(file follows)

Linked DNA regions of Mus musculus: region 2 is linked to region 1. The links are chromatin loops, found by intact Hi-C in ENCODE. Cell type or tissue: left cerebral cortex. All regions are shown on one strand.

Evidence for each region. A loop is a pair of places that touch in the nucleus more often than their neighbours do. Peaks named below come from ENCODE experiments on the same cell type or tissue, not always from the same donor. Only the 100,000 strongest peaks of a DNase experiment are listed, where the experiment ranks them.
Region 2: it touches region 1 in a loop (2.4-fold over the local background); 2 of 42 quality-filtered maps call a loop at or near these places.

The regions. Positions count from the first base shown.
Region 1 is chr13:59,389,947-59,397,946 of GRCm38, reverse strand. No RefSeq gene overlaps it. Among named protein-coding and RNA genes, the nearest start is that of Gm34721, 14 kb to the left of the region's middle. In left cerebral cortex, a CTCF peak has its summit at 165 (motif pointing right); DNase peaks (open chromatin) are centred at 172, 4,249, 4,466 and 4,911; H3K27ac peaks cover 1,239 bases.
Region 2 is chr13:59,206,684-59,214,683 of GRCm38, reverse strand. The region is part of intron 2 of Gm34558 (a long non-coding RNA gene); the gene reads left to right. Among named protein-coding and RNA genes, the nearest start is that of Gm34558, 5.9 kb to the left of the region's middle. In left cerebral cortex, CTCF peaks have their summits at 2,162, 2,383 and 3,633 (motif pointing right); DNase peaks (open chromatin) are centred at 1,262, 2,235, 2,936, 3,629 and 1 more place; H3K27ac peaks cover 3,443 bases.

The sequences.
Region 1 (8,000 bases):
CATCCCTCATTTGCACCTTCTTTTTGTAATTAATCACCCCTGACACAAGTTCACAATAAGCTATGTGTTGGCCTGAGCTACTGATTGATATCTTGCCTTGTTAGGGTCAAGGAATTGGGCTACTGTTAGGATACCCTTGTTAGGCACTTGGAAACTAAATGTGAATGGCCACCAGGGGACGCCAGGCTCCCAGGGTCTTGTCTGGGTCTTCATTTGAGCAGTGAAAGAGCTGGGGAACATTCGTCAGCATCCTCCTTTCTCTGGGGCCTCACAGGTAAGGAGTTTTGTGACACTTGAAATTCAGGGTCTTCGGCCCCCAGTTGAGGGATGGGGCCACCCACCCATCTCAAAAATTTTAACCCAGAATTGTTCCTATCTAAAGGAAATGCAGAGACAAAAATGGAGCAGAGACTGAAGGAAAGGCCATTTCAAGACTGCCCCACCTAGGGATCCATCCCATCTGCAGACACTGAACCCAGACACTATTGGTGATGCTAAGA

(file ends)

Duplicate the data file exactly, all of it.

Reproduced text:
Linked DNA regions of Mus musculus: region 2 is linked to region 1. The links are chromatin loops, found by intact Hi-C in ENCODE. Cell type or tissue: left cerebral cortex. All regions are shown on one strand.

Evidence for each region. A loop is a pair of places that touch in the nucleus more often than their neighbours do. Peaks named below come from ENCODE experiments on the same cell type or tissue, not always from the same donor. Only the 100,000 strongest peaks of a DNase experiment are listed, where the experiment ranks them.
Region 2: it touches region 1 in a loop (2.4-fold over the local background); 2 of 42 quality-filtered maps call a loop at or near these places.

The regions. Positions count from the first base shown.
Region 1 is chr13:59,389,947-59,397,946 of GRCm38, reverse strand. No RefSeq gene overlaps it. Among named protein-coding and RNA genes, the nearest start is that of Gm34721, 14 kb to the left of the region's middle. In left cerebral cortex, a CTCF peak has its summit at 165 (motif pointing right); DNase peaks (open chromatin) are centred at 172, 4,249, 4,466 and 4,911; H3K27ac peaks cover 1,239 bases.
Region 2 is chr13:59,206,684-59,214,683 of GRCm38, reverse strand. The region is part of intron 2 of Gm34558 (a long non-coding RNA gene); the gene reads left to right. Among named protein-coding and RNA genes, the nearest start is that of Gm34558, 5.9 kb to the left of the region's middle. In left cerebral cortex, CTCF peaks have their summits at 2,162, 2,383 and 3,633 (motif pointing right); DNase peaks (open chromatin) are centred at 1,262, 2,235, 2,936, 3,629 and 1 more place; H3K27ac peaks cover 3,443 bases.

The sequences.
Region 1 (8,000 bases):
CATCCCTCATTTGCACCTTCTTTTTGTAATTAATCACCCCTGACACAAGTTCACAATAAGCTATGTGTTGGCCTGAGCTACTGATTGATATCTTGCCTTGTTAGGGTCAAGGAATTGGGCTACTGTTAGGATACCCTTGTTAGGCACTTGGAAACTAAATGTGAATGGCCACCAGGGGACGCCAGGCTCCCAGGGTCTTGTCTGGGTCTTCATTTGAGCAGTGAAAGAGCTGGGGAACATTCGTCAGCATCCTCCTTTCTCTGGGGCCTCACAGGTAAGGAGTTTTGTGACACTTGAAATTCAGGGTCTTCGGCCCCCAGTTGAGGGATGGGGCCACCCACCCATCTCAAAAATTTTAACCCAGAATTGTTCCTATCTAAAGGAAATGCAGAGACAAAAATGGAGCAGAGACTGAAGGAAAGGCCATTTCAAGACTGCCCCACCTAGGGATCCATCCCATCTGCAGACACTGAACCCAGACACTATTGGTGATGCTAAGA